Rías Baixas

Pazo de Señorans, one of the top Albariño producers of Rías Baixas

To the west of Ribeiro lies Rías Baixas, characterized by the southern Galician Baixas, or "lower," fjord-like inlets that mark the Galician coast and from which both the area and the DO take their names. The albariño grape reigns supreme in Rías Baixas, and the luscious, fruity, but nicely balanced, food-friendly wines produced from it have propelled Galician whites into both the national and international spotlight. Indeed, Rías Baixas whites are some of the most versatile and least intimidating in the market; its Albariños typically exhibit lovely, green-tinged straw or light gold colors and exude typically fruity albariño aromas reminiscent of pear, white peach, pineapple or apricot; racy acid underpinnings shore up the same often luscious fruit flavors found in the nose and balance harmoniously with delicious, complex, dry mineral-laced finishes.

Pazo de Señorans & almejas, a great wine-food match. 

This attractive combination of fruitiness and dryness makes Albariños ideal as apéritif wines and equally suitable mates for a range of modern dishes, as well as for Galicia’s legendary seafood classics. Because of their inherent versatility, Albariños have become so popular with American consumers that the United States is now its most important export market (the only Spanish wine region that can claim that distinction).

Five designated winegrowing areas make up the Rías Baixas DO: Condado de Tea, O Rosal, Val do Salnés, Soutomaior and the relatively new Ribeira do Ulla. In each of these subzones, a wine must be 100 percent albariño to use the Albariño monovarietal designation on the label. This is often a moot point, since 95 percent of Rías Baixas’s more than 7,500 acres of registered DO vineyards are planted to albariño. Yet there are some very high-quality, noteworthy whites that cannot be labeled as Albariño, but can be designated Rías Baixas as long as they contain at least 70 percent albariño. In Condado de Tea and O Rosal some very interesting, sometimes very high-quality versions of these wines are made (by long-standing tradition) with up to 30 percent of the DO’s other preferred varieties — treixadura, loureira and caiño blanco (some godello, torrontés and marqués are also authorized). Small additions of these varieties to the albariño deepens aromas, adds body and, often these blends show more complexity than many 100% albariño wines.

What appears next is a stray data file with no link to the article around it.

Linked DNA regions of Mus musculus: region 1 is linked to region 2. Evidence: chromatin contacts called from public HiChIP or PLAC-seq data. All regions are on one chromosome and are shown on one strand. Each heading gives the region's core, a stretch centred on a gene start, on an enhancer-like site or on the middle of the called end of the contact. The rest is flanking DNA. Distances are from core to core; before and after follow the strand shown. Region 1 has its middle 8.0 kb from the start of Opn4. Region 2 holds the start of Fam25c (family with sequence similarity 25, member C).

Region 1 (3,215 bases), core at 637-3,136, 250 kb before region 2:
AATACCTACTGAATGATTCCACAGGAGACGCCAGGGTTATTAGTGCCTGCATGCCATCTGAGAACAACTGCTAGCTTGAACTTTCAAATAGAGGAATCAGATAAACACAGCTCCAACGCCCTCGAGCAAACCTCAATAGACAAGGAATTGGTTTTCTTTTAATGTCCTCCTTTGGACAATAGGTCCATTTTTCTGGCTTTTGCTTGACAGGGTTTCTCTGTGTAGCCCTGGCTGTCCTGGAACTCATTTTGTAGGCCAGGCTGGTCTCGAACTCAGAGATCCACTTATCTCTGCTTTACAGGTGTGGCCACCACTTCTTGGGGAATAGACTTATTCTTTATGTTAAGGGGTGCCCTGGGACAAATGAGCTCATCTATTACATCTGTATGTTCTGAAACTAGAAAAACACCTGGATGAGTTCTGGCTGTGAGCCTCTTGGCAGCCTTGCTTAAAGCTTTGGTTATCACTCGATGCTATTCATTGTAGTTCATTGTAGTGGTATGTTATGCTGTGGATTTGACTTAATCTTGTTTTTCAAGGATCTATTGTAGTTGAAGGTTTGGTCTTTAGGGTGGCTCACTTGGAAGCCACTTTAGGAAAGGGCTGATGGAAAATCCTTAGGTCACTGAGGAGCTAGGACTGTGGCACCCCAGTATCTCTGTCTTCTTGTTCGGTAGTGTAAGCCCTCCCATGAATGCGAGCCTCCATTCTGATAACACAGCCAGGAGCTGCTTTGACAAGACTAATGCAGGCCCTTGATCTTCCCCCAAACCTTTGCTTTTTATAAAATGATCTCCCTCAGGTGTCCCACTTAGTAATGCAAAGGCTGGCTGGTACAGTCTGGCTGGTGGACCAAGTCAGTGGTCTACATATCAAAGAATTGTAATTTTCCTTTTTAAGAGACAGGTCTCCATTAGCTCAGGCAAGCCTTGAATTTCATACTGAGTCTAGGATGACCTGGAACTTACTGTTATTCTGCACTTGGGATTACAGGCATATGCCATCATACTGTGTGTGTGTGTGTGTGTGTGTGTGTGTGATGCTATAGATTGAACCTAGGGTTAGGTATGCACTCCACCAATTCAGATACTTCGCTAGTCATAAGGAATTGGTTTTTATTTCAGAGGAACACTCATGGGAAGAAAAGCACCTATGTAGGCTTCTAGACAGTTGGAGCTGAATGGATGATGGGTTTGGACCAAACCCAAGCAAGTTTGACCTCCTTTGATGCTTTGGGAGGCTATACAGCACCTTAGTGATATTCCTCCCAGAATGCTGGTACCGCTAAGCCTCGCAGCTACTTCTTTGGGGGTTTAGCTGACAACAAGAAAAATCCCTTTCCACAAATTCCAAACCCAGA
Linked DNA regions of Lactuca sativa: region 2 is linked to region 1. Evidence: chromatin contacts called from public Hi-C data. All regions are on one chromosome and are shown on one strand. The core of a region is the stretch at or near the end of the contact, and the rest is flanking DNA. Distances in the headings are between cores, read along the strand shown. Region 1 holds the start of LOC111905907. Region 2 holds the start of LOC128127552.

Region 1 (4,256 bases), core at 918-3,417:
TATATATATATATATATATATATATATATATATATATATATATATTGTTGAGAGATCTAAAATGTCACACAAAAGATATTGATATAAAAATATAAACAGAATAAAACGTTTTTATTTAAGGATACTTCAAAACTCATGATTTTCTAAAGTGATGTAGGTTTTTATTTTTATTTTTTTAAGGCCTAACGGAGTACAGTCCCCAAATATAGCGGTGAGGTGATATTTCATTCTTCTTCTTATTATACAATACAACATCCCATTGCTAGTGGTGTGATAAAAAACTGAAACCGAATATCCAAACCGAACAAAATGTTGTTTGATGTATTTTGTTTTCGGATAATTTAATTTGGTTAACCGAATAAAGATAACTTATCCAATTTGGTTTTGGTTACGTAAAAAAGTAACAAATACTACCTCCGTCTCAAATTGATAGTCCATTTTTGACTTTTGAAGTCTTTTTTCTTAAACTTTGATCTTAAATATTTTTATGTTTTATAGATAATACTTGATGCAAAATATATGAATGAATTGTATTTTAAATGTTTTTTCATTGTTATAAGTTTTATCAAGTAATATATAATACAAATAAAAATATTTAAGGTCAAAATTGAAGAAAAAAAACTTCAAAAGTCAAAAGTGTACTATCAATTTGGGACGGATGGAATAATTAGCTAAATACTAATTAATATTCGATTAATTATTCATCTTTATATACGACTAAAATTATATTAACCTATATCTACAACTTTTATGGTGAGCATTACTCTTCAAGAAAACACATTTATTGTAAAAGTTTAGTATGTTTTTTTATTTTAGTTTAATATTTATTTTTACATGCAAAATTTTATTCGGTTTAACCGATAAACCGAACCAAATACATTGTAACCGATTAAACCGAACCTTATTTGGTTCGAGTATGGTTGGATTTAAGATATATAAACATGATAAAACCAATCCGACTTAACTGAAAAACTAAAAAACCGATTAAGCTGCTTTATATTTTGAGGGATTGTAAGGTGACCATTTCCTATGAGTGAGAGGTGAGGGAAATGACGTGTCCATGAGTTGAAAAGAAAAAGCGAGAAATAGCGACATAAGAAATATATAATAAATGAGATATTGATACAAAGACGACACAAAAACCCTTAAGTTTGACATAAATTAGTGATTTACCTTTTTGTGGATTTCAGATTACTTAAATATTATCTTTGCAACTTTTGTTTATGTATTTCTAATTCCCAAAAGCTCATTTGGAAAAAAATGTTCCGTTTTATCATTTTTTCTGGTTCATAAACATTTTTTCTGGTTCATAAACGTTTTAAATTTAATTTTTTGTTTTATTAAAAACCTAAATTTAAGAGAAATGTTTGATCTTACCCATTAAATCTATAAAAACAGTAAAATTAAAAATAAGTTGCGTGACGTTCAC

With more than 60 percent of its vineyards registered, Val do Salnés, surrounded on three sides by the Atlantic and the inlets Ría de Arousa and Ría de Pontevedra), is the most important Rías Baixas subregion, followed by Condado de Tea and O Rosal, both in southernmost Galicia along the Minho. Several major producers in Condado de Tea, along with their 100 percent Albariño wines, also make intriguing albariño-treixadura-albariño blends; most prominent are Marqués de Vizhoja’s Señor de Folla Verde, Adegas Galegas’s Veigadares and Valmiñor’s Dávila. Farther west, in the O Rosal subregion at the mouth of the Minho, Terras Gauda, Santiago Ruíz and Pazo de San Mauro are all marked by loureiro in the blend, along with smaller percentages of treixadura and caiño blanco that promote an attractive complexity and demonstrate the significant potential of these lesser-known grapes when blended with albariño.

In the literal rather than figurative sense, Rías Baixas wines are likely the most feminine in Spain. Many of the country’s wine regions have female winemakers and winery owners, but not in the numbers working in Rías Baixas, where the president of the Consejo Regulador for the past 21 years has been the dynamic María Soledad Bueno, owner of Pazo de Señorans (in 2007, she relinquished her position to grateful kudos from producers, press and a host of admirers). 

María Soledad 'Marisol' Bueno, owner of Pazo de Señorans

Among the female enologists responsible for some of the region’s top wines are María Luisa Freire (Santiago Ruíz), Pilar Jiménez (Pazo de Barrantes), Cristina Mantilla (Veigadares, Pazo de San Mauro, Valminor Dávila and Couto), Ana Martín (Condes de Albarei), Angela Martín (Casal Caiero), Ana Oliveira (Terras Guada), María del Ana Quintela (Pazo de Señorans) and Isabel Salgado (La Granja Fillaboa).

Isabel Salgado, La Granja Fillaboa

La Granja Fillaboa

Many of these producers were showing their wines at the colorful annual Festa do Albariño held every August in Cambados, the main town of the Val de Salnés district. As the first American invited to help judge this Albariño competition at this event, I was privileged to sample more than 70 wines over the course of the competition, the public tastings, official meals and impromptu gastronomic excursions around Cambabos.

Do Ferreiro and Galician oysters, a superb culinary pairing.